Show Review: Boundaries, Orthodox, and More at Subterranean in Chicago, IL

One of the only consistent, tried-and-true aspects to hardcore is the straightedge community so when No Cure from Alabama hits the stage, they’re channeling that passion and dedication right into their live performance.

While not a new phenomenon, what is new and sets No Cure apart is their blending of death metal with heavy hardcore while placing straight edge at the center of their songwriting spewing power and anger, thus harnessing a deep-seated commitment that few really understand. A continuous sonic assault, No Cure are riding that massive tidal wave of cross-over genres occurring right now while still maintaining the most foundational hardcore ethos and songwriting comparable to many of the most famous hardcore names from the ‘90s.

Kaonashi has been at it for a hot minute now, so to see them getting some serious love the past few years is awesome. Hailing from Pennsylvania, Kaonashi are as experimental as they are interpersonal. Starting in 2013 with more of a traditional metalcore/hardcore crossover sound, they are now dipping more into early 2000’s post-hardcore forming that really cool hybrid sound that fits this tour bill perfectly.

Even more impressive is their placement of relatable, introspective writing style and lyrics at the center of their music, all with abrasive, chaotic guitars, and blast beats occur simultaneously. Just like their post-hardcore inspirations, Kaonashi have decided to create a continuing story within their releases starting with 2021’s Dear Lemon House, You Ruined Me: Senior Year continuing into their latest release, The 3 Faces of Beauty. I always thought the storytelling and world-building many of these early to mid-2000s metalcore/post-hardcore acts would do was really cool and unique, so to see this continuing today is even better, allowing a new generation of listeners to experience it in real time.

The JNCO Jeans moshcore outfit Orthodox continually impresses me every single I see them, yet what’s more impressive is how every time I see them, they continually keep one-upping themselves. I remember first hearing about Orthodox back when they only had their initial EPs out, Give Me a Reason and End of My Wit. It also feels like yesterday that I was seeing Orthodox play the backroom of a skate shop alongside Heavens Die and Dwell or seeing them play Cobra Lounge with Left Behind or even downstairs SubT with I Am. Now they’re three albums in, with a fourth on the way, and the future couldn’t be brighter for them.

Loaded full of crunchy, in-your-face riffs, raw aggression, and an electric sound, Orthodox have always stood out whether it was during their EP days filled with unfiltered emotion or now with their refined, organic, and unique blend of nu-metal meets modern metalcore/hardcore. Orthodox would have fit right in during the prime years of Ozzfest and probably been blaring in AJ Soprano’s bedroom, not only because of their aesthetic, but because of their ability to blend the coolest elements of nu-metal whether it’s whispering before a breakdown, thug-and-chug type rhythms, or moments of weirdness like a siren sample playing in the middle of a song. It almost feels like Orthodox is updating nu-metal for the current or next-generation one song and breakdown at a time, all while we’re bearing witness to it.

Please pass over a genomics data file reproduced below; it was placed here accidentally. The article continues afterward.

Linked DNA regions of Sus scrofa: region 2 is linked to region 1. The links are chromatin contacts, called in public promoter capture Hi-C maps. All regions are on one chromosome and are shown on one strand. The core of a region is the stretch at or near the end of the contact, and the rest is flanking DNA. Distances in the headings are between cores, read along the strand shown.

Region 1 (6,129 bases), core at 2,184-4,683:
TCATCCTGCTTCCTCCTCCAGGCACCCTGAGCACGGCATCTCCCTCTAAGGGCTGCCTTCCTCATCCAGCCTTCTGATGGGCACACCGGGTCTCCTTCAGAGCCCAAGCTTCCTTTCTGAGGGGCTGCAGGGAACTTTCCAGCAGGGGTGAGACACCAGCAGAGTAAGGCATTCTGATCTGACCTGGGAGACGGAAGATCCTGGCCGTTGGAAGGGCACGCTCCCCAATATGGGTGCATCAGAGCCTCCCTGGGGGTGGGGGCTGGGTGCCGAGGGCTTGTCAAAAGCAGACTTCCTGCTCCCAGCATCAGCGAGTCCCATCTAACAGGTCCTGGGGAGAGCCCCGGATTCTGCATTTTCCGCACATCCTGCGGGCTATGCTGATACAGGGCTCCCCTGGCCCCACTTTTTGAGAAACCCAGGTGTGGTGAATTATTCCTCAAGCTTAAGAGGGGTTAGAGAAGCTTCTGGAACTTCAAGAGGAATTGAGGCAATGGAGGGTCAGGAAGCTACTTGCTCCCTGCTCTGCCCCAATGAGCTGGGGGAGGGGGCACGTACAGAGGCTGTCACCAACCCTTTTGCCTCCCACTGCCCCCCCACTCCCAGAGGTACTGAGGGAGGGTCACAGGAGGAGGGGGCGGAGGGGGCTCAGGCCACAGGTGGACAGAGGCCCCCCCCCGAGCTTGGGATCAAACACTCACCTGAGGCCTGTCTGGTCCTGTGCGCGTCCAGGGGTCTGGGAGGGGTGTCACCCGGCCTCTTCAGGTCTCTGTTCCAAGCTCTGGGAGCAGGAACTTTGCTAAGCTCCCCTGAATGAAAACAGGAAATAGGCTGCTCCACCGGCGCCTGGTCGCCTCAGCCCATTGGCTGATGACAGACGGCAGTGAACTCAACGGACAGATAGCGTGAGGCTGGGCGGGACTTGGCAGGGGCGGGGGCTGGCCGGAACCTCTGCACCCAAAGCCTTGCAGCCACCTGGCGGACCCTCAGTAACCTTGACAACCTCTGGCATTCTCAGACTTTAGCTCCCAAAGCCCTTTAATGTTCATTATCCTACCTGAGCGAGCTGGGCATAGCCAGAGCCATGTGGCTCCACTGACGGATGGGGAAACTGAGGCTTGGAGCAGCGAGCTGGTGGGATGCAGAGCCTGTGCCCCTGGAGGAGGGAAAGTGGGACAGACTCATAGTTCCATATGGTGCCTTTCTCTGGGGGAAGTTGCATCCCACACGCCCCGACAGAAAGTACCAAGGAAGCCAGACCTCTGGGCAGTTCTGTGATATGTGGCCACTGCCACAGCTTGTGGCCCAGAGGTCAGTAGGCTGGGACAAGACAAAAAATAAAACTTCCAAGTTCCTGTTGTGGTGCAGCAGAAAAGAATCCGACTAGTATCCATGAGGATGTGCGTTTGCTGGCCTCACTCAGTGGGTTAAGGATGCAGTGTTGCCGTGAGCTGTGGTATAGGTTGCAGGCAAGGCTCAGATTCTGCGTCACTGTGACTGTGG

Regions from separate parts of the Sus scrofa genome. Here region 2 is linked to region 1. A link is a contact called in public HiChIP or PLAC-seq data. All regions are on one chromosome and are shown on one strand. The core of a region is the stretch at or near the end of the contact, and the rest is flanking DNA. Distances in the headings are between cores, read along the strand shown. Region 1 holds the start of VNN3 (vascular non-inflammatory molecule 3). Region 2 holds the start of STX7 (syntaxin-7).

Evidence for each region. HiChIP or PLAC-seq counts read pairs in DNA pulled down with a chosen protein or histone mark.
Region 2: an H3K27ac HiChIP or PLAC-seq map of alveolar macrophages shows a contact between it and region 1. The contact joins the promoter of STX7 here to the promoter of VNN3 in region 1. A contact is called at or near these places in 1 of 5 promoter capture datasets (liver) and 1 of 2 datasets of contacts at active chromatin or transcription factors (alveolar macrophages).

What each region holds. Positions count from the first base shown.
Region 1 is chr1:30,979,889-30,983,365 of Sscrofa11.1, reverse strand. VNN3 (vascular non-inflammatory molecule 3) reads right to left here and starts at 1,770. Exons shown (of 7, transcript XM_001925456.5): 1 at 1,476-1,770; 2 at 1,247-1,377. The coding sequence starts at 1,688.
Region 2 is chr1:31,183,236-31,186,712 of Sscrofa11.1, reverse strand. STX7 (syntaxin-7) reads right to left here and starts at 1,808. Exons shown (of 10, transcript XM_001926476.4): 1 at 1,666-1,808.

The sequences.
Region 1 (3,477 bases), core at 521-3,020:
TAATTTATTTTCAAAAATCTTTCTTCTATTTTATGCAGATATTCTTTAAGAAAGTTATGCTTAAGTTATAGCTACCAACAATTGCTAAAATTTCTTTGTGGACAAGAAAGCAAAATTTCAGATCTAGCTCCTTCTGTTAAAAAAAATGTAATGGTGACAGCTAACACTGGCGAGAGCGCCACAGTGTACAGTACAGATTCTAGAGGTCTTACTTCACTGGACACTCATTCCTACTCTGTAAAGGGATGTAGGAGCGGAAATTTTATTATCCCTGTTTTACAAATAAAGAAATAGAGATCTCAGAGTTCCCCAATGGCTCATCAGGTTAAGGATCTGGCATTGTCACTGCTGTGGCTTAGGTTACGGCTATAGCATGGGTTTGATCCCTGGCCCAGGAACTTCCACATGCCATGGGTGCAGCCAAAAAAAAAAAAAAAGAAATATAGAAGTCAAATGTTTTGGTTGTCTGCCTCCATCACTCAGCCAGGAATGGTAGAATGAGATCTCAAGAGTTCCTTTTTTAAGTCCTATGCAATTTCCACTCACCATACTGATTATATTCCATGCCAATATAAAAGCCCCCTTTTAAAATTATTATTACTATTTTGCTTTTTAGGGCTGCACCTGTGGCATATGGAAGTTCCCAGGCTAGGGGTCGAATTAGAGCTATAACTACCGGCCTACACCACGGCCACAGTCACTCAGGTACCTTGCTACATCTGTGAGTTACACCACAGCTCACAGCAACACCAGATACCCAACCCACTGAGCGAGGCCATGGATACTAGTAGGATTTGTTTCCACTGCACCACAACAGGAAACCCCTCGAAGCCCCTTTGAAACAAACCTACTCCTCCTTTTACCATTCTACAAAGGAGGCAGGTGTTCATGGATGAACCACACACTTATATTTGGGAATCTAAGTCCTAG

Boundaries are anything but the new kids on the block, as they’ve been steadily crushing it since 2016, but following the release of their 2019 EP, My Body in Bloom, we began to see Boundaries slowly start to become one of the household names among the next generation of upcoming metalcore acts. That blend of metalcore meets hardcore with a nice heavy dose of noisy, chaotic, eerie aesthetic has been slowly becoming more and more popular over the last several years, exposing a new generation of show goers to a sound and style they missed while injecting a heavy dose of nostalgia for others. Coming off of the release of their latest record, Death is Little More, Boundaries find themselves operating at their highest efficiency to date, capitalizing off years of hard work and the recent explosion of heavy music and finding themselves at the right place at the right time.

Like a loaded drum mag of Misery Signals, Dillinger Escape Plan, Every Time I Die, and early-2000’s metalcore riffs, Boundaries are firing on full auto from start to finish with pinpoint accuracy nailing all of the best aspects of that era of metalcore without the filler. Yet it isn’t just the riffs that Boundaries have perfected of this sound, but they’ve also identified the “why” of what made those bands successful, harmonies, ambiance, lyrical material, and crafty songwriting, plus, of course, gnarly riffs and breakdowns. By doubling on the aggression, doubling on the atmosphere and ambiance, and locking in hard-on songwriting, Boundaries are starting to deliver a live show and sound that is quickly exceeding other contenders placing them at the forefront of emerging metalcore artists right now.

Boundaries

Orthodox

Kaonashi

No Cure

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